Prior to the Pulse Nightclub shooting in Orlando, the Aurora Movie Theatre shooting was the largest mass shooting in U.S. History. The incident will forever be seared into the public consciousness: while conducted at the premiere of the Batman movie, The Dark Knight Rises, the mass casualty incident involved, up to that point, unprecedented police response, non-traditional life-saving measures by responding law enforcement officers, and extraordinary media/social media attention.
Join this recorded webinar, as Lieutenant Stephen Redfearn of the Aurora Police Department, discusses the response, the aftermath, and the lessons learned from this memorable event.
Justice Clearinghouse Editors (JCH): Your webinar specifically about the events that transpired during the Aurora movie theater shooting. For those who may not remember that, or maybe they weren't old enough to be paying attention, it's been a while since. Tell us kind of what transpired.
Stephen Redfearn: On the very early morning of July 20th, 2012, a little bit after 12:30 am, the suspect, who was already in the movie theatre, opened fire on patrons for about a minute and a half. He was able to shoot over 70 people, 12 of those folks later passed away.
The suspect was taken into custody very quickly by Aurora PD patrol officers. And then a whole other string of events began because it was discovered that his residence was rigged with a large number of explosives. This began a several day process for our department to deal with both the crime scene at the theater, as well as the active, ongoing explosive device that was at his residence.
JCH: Wasn't that the weekend that one of the Batman movies opened?
Stephen: Yes, it was. The Batman movie premiere for The Dark Knight Rises began at midnight. It was a Thursday night into a Friday morning, July 19th-20th, because the movie started at midnight. The suspect had a ticket, then sat down and began to watch the movie. Around 12:38 am, he faked that he received a phone call. He went outside, retrieved his weapons, came back in, and began to shoot patrons after dropping a canister of a chemical similar to tear gas.
The biggest thing we learned is that you cannot ever adequately prepare for something like this.
No matter how much training you've had,
no matter how much you've done ahead of time.
There's always going to be things that are missed
just because there's always gonna be things that you cannot prepare for.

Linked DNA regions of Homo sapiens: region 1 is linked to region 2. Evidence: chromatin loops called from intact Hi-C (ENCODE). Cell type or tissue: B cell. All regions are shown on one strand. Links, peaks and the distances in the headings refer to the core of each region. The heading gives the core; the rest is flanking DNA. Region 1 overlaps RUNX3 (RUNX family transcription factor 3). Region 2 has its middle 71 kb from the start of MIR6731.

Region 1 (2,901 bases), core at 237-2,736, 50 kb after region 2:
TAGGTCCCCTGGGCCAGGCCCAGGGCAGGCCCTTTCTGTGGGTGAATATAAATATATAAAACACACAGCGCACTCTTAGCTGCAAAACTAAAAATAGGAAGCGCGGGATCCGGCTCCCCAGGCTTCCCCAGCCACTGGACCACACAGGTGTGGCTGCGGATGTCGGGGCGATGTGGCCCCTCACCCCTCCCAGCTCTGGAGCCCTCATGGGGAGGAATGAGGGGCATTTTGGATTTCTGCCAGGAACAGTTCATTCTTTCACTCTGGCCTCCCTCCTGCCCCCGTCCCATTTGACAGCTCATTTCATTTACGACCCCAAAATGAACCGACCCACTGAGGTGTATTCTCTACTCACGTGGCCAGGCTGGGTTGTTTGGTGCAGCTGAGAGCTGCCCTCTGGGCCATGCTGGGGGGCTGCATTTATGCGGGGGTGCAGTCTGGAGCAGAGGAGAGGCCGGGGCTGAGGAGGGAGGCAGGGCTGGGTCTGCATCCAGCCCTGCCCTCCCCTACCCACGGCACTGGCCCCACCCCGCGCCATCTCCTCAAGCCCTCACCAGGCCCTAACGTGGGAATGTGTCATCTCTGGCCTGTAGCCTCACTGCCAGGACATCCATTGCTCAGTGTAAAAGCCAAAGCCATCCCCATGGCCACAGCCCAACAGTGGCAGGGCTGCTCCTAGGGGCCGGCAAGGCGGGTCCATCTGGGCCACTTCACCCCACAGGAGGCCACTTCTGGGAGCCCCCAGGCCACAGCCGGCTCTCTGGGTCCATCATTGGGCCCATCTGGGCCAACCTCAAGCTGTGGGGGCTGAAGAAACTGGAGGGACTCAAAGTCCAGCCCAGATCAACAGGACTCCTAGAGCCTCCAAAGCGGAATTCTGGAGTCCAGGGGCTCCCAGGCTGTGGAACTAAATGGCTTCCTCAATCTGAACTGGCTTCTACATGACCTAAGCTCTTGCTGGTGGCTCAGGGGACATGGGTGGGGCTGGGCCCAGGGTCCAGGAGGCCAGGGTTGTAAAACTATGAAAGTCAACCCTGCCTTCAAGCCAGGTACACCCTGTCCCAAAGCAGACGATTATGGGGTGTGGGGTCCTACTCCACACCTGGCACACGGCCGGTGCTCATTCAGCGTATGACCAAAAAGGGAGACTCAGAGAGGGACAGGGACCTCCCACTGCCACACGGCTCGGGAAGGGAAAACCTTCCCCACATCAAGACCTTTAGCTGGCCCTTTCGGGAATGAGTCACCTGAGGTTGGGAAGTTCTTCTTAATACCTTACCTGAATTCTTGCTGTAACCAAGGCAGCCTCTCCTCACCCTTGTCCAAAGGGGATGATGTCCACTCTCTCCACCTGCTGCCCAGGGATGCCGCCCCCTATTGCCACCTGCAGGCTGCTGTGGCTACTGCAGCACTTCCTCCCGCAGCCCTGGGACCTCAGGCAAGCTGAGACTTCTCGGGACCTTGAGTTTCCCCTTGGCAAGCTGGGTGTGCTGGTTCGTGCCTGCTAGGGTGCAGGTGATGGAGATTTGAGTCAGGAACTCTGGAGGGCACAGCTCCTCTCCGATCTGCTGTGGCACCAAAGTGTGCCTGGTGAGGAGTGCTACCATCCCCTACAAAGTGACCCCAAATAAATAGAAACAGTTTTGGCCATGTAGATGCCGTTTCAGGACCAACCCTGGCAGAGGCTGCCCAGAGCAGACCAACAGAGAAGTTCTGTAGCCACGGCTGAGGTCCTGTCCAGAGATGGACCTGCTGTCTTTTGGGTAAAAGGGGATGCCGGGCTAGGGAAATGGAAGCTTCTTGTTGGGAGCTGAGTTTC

JCH: I remember from one of the interviews that people couldn't tell whether the noise was from the movie?
Stephen: Correct. The movie was playing already, and so many people that we later spoke to said they thought that it was some sort of publicity thing since it was the opening night of this movie. It took the patrons a couple of few seconds to figure out what was happening. As soon as they smelled that there it was a tear gas-type of substance, I think most of them realized that it was not something [like a publicity act] related to the movie.
JCH: What were the biggest challenges that you, as a police officer, faced when you were responding to this emergency?
Stephen: The sheer number of people who were involved was one big challenge. We had multiple theaters, that were affected. The shooting took place in one theater, but many of the suspects rounds actually penetrated a wall and shot people in another theater. So we had two, very large theaters with 300 or so people in each. So we had a massive number of eye witnesses, per se. We also had 12 or 13 other theaters full of people. So just the sheer number of people we encountered upon arrival was unique to this scenario, just because of the venue.
The other issue was we needed to quickly address was the issue of two locations. We had the movie theater, with a massive amount of victims. But then we realized that we also had this major problem with his apartment (rigged with explosives). It was very manpower intensive, so we quickly exhausted a lot of our resources.
One of the biggest challenges, too, that we dealt with was that there was a massive amount of media from all over the world that descended upon our jurisdiction. That was definitely a unique challenge, unlike anything we had ever seen in our jurisdiction.
One another challenge that popped up within the first few hours after our response was having to determine who was going to take the lead on the investigation.
Especially with law enforcement executives, we often talk about when you have something like this, you have to determine early on if it's going to be treated as a case of domestic terrorism — which typically the federal government will handle, or if it's going to be treated as a homicide — which local jurisdictions will be the lead on. So that had to be ironed out very quickly because all of the additional tasks such as evidence reports, that are all dictated by who is going to take the lead. So that had to be done relatively quickly.
A couple other things we had to deal with that were challenging was communication with the fire department and other agencies. One thing that would have helped was to, right away, establish a unified command. We didn't initially do that, and we've learned that it's we needed to do.
Another issue was making notifications to the loved ones and family members of the deceased. It took over a day to do. That's not abnormal but that was very challenging because we had to make sure we had proper identifications on the victims before we could notify family members and that was very difficult just because of the number of victims that we had.